Sculpt with a spoon heated on the burner, the measuring spoon set lets you get a variety of sizes.

To make the white caps use the wire to fluff up the foam then stipple with the brush and the heavy body acrylic white paint.

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This is what I used to make all the models.

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Use these to make the foam.

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Post Posted: Sun Nov 24, 2013 12:54 pm
  Post subject:  Re: Compendium of model-water making links  Reply with quote
Gentlemen I posted this back in March--

but was unable to insert the images then.



Years ago I promised to find the perfect way to model water - I believe I found it

Making water using wax
===================

So here goes, while taking some art related courses, mould making, lost wax to be exact, I cast an 18 inch chunk of ocean in glass, with a bronze whale diving through it. Next was the "proof" piece, a 6 inch wax square with a 1/700 Alpha.

Perfection!

The tools you need are a wood burning tool with changeable tips, metal double ended scupting tools(cut them in half and fit into wood burner). A variable power source. These are for smaller scales. For larger scales an alcohol lamp and an assortment of spoon sizes.

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When you work the wax it's liquid, as soon as you remove the heat it freezes in place. You can move large amounts or very small bits, vary the heat to change the effects. Use low heat and "pop" the tool off the surface and you get the amazing vein texture that makes the water come alive. The more you work it the more tricks you'll learn. Stipple the foam with white paint, no gloss, all the other water is glossed over.

Experiment with differant waxes & paints. Dyes/tinted wax will bleed into paint, you can play with white drier lint (after you remove the hair & dingleberries), and cut brush bristles for spray & splashes depending on scale. Any time you want to change it, repair it, add to it, you can. To tint you might try blending crayons into melted wax.

You can use a solid chunk or any base you want, use glass or plastic and sculpt above and below the surface with the ship suspended in it. To melt larger amounts you need a crock pot, don't inhale the fumes, wax will stay in the lungs, it smells nice!

I felt bad all these years reading about the problems model makers have with water. I have seen some great water, but no matter what you use if it don't look like the picture.....

For the best results the tools should be metal and "spoon" shaped.
I also found myself nodding out because of the calming soothing repetitious wave forming, you might consider coffee or an energy drink !!

If you need some help with the type or tinting/painting of the wax I suggest you visit an art supply store, not a hobby shop.
Many artists sculpt, paint, make moulds with wax and may have some helpful tips. The people working in the store can also be very helpful.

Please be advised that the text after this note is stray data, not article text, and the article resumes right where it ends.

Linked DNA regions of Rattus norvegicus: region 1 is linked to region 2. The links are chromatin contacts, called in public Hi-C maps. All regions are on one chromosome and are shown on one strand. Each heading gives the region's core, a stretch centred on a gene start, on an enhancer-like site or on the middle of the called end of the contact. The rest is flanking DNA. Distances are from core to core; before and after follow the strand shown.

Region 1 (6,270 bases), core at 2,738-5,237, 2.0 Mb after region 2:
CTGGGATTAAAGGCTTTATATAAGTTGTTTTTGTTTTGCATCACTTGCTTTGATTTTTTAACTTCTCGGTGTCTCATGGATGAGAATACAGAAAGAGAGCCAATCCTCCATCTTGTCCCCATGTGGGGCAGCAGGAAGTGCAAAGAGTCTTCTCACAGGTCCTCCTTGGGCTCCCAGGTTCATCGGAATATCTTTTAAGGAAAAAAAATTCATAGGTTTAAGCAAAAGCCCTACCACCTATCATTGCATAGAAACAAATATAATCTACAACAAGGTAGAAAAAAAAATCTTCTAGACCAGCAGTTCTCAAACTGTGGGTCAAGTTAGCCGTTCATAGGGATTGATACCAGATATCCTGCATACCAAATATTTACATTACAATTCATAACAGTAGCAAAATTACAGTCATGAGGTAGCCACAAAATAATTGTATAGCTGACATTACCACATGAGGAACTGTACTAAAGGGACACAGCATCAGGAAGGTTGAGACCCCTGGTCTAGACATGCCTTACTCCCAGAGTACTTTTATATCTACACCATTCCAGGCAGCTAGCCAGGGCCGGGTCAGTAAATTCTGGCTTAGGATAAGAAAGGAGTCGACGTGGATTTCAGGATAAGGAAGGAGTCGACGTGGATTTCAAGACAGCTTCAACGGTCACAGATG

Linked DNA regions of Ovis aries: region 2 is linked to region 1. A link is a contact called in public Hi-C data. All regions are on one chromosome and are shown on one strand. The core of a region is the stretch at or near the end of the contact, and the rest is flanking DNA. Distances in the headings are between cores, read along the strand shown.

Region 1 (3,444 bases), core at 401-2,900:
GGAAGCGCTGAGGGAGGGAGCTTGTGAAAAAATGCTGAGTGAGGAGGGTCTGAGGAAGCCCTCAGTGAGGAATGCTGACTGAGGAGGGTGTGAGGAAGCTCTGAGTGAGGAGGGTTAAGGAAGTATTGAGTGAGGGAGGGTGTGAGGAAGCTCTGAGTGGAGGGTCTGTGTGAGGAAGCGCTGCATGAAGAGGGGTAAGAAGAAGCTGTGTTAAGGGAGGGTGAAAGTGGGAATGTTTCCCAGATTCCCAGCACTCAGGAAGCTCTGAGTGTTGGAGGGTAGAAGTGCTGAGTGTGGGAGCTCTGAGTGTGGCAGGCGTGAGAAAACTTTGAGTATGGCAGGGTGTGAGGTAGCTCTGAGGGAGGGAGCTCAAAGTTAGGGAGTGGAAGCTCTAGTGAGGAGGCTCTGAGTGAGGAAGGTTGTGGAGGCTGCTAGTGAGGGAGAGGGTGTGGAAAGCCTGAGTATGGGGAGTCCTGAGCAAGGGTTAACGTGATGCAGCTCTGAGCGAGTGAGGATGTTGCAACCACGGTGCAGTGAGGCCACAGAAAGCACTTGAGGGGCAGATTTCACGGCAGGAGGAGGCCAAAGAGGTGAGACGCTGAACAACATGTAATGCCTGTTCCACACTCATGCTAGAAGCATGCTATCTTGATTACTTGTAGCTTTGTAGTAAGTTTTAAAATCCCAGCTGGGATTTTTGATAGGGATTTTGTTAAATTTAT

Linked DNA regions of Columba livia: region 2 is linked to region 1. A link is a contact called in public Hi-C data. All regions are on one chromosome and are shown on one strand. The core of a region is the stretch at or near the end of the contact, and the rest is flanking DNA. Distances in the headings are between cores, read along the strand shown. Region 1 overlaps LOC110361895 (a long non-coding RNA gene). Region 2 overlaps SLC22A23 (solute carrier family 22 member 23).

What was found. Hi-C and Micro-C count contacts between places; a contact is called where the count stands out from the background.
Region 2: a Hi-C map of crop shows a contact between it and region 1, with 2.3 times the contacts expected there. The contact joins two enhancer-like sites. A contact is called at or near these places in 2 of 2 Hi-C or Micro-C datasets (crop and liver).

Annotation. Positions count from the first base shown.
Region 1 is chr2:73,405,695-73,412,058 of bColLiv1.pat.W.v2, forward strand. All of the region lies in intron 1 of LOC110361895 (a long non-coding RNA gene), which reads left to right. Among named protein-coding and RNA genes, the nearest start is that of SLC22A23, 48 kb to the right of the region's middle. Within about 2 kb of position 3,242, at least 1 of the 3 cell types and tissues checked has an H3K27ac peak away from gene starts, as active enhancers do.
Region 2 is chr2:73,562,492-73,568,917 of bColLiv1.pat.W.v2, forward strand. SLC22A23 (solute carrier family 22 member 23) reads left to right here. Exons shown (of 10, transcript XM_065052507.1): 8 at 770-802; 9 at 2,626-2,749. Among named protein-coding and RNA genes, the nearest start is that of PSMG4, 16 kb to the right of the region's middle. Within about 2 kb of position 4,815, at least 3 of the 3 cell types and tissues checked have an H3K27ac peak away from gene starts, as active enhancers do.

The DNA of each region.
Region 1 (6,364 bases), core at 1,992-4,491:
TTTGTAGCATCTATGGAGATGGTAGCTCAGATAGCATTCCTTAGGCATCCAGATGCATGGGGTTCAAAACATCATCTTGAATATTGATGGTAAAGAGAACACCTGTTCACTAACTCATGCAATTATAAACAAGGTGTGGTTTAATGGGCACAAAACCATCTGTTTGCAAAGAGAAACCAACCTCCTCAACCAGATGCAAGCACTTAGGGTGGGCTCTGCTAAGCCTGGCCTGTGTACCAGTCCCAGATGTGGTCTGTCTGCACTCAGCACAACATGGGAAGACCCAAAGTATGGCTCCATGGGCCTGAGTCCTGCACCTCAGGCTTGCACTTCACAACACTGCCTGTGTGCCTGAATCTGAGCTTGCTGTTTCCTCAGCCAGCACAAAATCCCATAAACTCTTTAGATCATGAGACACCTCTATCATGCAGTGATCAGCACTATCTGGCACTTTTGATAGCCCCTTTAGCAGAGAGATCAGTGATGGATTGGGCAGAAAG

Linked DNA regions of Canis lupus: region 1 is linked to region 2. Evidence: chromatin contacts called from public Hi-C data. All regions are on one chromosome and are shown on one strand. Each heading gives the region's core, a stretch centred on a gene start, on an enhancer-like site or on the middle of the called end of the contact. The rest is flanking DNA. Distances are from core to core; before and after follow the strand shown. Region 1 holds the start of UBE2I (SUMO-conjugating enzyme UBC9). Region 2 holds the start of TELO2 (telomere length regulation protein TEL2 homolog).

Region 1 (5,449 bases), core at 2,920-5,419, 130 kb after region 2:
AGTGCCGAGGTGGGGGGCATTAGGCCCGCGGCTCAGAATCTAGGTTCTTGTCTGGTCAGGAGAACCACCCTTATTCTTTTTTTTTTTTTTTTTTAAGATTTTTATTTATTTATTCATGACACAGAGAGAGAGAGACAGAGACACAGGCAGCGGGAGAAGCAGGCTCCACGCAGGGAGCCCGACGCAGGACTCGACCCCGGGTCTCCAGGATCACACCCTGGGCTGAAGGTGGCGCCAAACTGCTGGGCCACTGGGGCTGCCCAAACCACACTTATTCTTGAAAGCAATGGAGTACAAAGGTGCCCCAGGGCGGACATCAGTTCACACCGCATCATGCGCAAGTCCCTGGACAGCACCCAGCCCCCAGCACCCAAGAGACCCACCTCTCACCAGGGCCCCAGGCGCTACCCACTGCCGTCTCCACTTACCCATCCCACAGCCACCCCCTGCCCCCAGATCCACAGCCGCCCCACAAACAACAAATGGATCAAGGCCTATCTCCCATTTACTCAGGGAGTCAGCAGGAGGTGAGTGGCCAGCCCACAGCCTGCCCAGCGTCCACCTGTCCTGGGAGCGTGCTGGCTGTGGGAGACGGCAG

Good luck

Al

Images of my experiments are below:


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Post Posted: Mon Nov 04, 2013 1:37 pm
  Post subject:  Re: Compendium of model-water making links  Reply with quote
A big plus in having that artist cousin, I think there'd be a lot to pick up on regarding technique and what's involved in getting certain effects, such as creating depth using different colors and shades as opposed to just getting some flat result with one or two colors. I wouldn't hold out too much hope however in finding a pre-mixed tube of paint, I guess we are required to exhibit some "artistic interpretation" in the effort! Still, I understand what you mean in this...

One reason why I'm glad you've brought this technique to our attention is that it is simple, inexpensive, and lends itself to very good results. Simulating water can be intimidating, with a myriad of approaches out there, but with a relatively low-learning-curve, hand's-on approach, one's confidence is quickly established and serves as impetus to try other methods, if one so wishes, that might be more involved. Now with all that blather out of the way, time for me to stow the mouth and get the hands working...
Post Posted: Sat Sep 21, 2013 4:20 pm
  Post subject:  Re: Compendium of model-water making links  Reply with quote
MareNostrum wrote:
Looks to me as if you're getting some impressive (and inspiring!) results, obtaining a range of effects. As to suggestions on color, further experimentation with gray/green and gray/blue mixtures would be in order in my estimation. Of course, and as you no doubt know, the color of the sea reflects the color of the sky, and with the Atlantic being generally more cloud covered than the Pacific, realistic effects are very much set by the particular conditions you wish to depict. (In some situations, purples and violets of varying shades might also be a nice touch. It might help to look at some seascape artwork for further ideas.)


Thanks!